Daniel Eisenberg, a professor at the University of Michigan School of Public Health, conducted surveys with student-athletes who participated in educational presentations from all 31 athletic teams at the university. As he stated in a USA Today article, Eisenberg found that most collegiate athletes who struggle with mental health illnesses don’t seek help.

According to his findings, 33 percent of all college students experience significant symptoms of depression, anxiety or other mental health conditions. Within this group, only 30 percent seek help; however, only 10 percent of collegiate athletes do.

“We’ll talk about physical health all day long,” Shannon said. “In the athlete world, no one is ashamed to say they tore their ACL, but people don’t necessarily say they have depression.”

‘We’re people too’

The lights dimmed in Carmichael Arena as the video board came to life.

All eyes looked up as different UNC athletes came across the screen, laughing and smiling at what the person behind the camera said. Then, their faces turned serious.

“We perform on the field,” women’s lacrosse player Riley Harrison said.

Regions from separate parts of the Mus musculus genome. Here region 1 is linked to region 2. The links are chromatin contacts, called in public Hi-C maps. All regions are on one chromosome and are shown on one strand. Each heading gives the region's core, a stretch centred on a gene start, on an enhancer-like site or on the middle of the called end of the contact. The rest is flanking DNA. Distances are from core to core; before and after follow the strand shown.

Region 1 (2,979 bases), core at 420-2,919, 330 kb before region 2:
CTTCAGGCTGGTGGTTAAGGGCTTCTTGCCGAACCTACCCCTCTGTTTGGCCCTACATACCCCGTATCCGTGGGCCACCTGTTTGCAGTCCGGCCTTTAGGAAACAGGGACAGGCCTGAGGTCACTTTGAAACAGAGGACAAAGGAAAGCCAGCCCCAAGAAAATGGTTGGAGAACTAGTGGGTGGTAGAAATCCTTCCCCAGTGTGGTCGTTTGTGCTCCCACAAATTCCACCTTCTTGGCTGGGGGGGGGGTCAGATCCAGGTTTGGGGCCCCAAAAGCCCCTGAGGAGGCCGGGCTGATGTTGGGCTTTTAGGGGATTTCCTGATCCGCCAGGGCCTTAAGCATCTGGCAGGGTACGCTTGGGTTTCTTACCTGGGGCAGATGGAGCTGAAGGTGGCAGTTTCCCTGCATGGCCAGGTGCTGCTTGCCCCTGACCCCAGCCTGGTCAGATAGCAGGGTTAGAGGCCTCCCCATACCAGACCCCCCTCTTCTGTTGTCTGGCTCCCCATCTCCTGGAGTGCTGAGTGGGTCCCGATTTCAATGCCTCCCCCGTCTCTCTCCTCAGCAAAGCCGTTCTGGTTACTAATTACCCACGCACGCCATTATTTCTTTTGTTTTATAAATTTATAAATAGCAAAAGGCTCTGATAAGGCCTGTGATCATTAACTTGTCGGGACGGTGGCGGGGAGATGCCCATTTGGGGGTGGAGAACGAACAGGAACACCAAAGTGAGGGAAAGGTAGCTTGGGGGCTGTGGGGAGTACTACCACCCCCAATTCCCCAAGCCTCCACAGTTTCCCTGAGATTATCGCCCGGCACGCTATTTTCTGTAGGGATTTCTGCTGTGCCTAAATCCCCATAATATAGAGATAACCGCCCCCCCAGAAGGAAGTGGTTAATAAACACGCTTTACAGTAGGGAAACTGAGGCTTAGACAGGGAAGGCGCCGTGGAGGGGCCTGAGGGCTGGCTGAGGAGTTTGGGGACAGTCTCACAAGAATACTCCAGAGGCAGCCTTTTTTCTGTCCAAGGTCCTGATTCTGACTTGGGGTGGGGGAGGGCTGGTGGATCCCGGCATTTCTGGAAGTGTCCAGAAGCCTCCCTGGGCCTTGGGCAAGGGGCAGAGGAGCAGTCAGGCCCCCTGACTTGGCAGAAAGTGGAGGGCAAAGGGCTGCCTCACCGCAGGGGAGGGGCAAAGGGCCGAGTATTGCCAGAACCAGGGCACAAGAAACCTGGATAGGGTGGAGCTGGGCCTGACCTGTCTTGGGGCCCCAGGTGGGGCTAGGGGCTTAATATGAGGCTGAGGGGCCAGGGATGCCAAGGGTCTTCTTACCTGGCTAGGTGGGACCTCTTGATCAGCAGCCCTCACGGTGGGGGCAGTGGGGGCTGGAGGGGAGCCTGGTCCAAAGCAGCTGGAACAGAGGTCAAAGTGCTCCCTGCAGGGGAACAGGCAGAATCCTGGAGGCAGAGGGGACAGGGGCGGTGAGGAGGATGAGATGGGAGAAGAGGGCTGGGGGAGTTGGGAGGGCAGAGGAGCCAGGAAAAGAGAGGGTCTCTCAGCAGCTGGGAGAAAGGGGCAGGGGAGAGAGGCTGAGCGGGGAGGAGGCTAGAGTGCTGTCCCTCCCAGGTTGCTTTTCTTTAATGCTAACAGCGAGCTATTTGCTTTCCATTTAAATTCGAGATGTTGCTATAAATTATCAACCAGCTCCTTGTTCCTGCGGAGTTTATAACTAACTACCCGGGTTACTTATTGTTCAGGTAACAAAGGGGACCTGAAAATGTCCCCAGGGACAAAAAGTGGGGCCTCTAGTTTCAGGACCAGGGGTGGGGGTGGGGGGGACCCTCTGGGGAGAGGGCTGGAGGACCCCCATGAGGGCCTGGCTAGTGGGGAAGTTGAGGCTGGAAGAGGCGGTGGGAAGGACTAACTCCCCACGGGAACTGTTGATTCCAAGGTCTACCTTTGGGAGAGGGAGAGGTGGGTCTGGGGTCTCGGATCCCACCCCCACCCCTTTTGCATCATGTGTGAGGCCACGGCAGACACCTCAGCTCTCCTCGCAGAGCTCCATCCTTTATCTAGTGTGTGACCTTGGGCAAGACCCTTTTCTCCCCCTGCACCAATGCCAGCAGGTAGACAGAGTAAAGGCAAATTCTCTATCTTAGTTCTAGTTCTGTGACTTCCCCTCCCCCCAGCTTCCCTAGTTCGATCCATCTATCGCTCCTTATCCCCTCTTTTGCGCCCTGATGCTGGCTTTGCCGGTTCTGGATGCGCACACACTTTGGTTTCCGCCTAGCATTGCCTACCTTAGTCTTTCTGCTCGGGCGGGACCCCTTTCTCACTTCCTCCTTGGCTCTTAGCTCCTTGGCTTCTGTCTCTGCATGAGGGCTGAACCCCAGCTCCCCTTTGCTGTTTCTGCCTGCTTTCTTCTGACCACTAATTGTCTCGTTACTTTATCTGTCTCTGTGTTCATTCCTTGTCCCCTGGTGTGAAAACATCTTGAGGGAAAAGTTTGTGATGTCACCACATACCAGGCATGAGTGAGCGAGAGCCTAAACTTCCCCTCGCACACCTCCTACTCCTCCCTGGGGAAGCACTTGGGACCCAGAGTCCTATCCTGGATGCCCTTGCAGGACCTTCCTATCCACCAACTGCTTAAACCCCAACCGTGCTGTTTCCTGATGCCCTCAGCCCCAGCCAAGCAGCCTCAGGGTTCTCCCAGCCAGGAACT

“We excel in the classroom,” gymnast Jamie DeCicco said in the next frame.

A few more athletes were shown in the next few frames, commenting on how they help in their community and “bleed Carolina blue.” While this is something most fans know, the remainder of the video showcased different athletes talking about worries an athlete may deal with.

“We wonder if it will all work out,” men’s tennis player William Blumberg said.

“We struggle to be our best selves,” women’s tennis player Jessie Aney said.

The two-minute “Mental Health: More than a Tar Heel” video was created by the student-athlete representatives on the UNC Student-Athlete Advisory Council. Although several administrators, including Shannon, have talked about making this video for several years, the students took the initiative and volunteered for the video. Harrison wrote the script with the help of other athletes, while Shannon provided advice when needed.

The student-athletes want to encourage their peers to start a conversation about mental health in an attempt to end the stigma. Although they compete on a national stage, their thoughts and feelings are just as valid as others.

There’s more to an athlete than their sport.

“You are more than a Tar Heel,” men’s basketball player Brandon Robinson said near the end of the video.

The lights came back on and a few audience members wiped away a stray tear. Out on the concourse, Counseling and Psychological Services and Embody Carolina, a student group that’s dedicated to preparing students to have conversations about eating disorders, had set up tables with pamphlets and fliers for the attendees of the gymnastics meet.

In agreement with the UNC’s athletic department, the team debuted the “Mental Health: More than a Tar Heel” campaign video before and after its meet as a way to take a stand.